Overactivity in another part of the limbic system, the anterior cingulate cortex (ACC), has been found in people with social anxiety,9 and in those with depression who experience a punitive inner voice.10 What is reassuring about much of this research is that it confirms what therapists observe in clinical practice, says Dr Susan Mizen, a consultant medical psychotherapist in the NHS and private practice, Chair of Psychotherapy at the Royal College of Psychiatrists and a Jungian analyst. ‘The ACC detects conflict of sensory information, so, if you see something you want and know that you shouldn’t have it, then the ACC will try to resolve the conflict. People who are good at thinking before acting will recruit their frontal lobes to think, “What can I do to try to resolve this problem?” If they can’t find that resolution, the ACC becomes overactive, becoming an internal punishing voice. That’s what the neuroscience tells us, but it’s also what we often observe in clinical practice – working with depression is often about resolving internal conflict,’ she says.
Studies also suggest a genetic influence on susceptibility to depression. In 2003, a now famous study by Dr Avshalom Caspi and colleagues found that people who have a variation of the serotonin transporter gene (5-HTTLPR), known as a ‘short allele’, are at much higher risk of depression than those who have a ‘long allele’.11,12 This doesn’t mean, however, that those with a short allele are doomed to depression. ‘On the face of it, that looks like a biological view for depression until you understand what the short and long alleles actually code for,’ says Mizen, ‘which is the ability of the cognitive bit of the brain, the frontal lobes, to largely suppress things that are emotionally painful. It seems that people with the long allele are better at ignoring painful feelings than people who have the short allele.’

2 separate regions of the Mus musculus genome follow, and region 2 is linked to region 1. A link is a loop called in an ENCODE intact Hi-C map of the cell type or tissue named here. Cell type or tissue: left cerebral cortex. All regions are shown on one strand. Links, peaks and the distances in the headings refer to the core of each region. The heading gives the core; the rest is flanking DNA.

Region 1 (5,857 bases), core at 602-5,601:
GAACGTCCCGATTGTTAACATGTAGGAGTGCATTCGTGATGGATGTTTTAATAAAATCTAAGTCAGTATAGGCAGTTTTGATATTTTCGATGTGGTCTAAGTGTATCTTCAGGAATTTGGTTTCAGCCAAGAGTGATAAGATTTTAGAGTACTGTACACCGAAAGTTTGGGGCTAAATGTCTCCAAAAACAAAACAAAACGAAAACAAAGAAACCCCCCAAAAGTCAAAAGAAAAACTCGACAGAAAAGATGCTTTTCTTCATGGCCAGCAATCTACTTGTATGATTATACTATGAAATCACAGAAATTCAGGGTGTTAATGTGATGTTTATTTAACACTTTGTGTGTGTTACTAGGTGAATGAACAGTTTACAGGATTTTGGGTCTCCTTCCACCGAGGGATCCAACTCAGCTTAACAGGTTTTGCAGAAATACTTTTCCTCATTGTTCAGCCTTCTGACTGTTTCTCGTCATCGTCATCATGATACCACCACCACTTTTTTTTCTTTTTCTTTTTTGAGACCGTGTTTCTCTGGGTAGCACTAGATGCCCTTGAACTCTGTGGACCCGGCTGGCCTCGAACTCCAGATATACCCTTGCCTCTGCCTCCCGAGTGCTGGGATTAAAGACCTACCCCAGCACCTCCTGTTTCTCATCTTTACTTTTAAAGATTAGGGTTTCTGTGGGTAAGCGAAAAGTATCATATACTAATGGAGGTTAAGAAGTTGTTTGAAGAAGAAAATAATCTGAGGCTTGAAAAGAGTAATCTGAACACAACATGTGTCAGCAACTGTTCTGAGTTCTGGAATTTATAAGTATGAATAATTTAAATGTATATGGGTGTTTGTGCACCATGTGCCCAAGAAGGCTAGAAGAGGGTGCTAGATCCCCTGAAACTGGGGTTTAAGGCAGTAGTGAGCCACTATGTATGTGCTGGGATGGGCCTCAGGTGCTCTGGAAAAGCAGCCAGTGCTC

Where once it was assumed that everything about us is inscribed indelibly in the genes, it’s now known that there is a significant epigenetic interaction between genes and environment. It could be argued that, by helping people manage their higher sensitivity to emotional pain, counselling can have an epigenetic effect.
Neuroscientists are also investigating the role of connectivity between different areas of the brain – particularly the areas associated with mood, thought and concentration. An imbalance in connectivity could explain the perpetual sense of loss and disappointment in depressed people, according to research from the University of Warwick and Fudan University, China.13 The brains of depressed subjects showed enhanced neural connectivity between the lateral orbitofrontal cortex, the ‘non-reward’ area of the brain, which is activated when we experience disappointment or punishment, and the area of the brain associated with our sense of self. At the same time, there was reduced connectivity between the medial orbitofrontal cortex, the ‘reward’ centre, and the brain’s memory systems.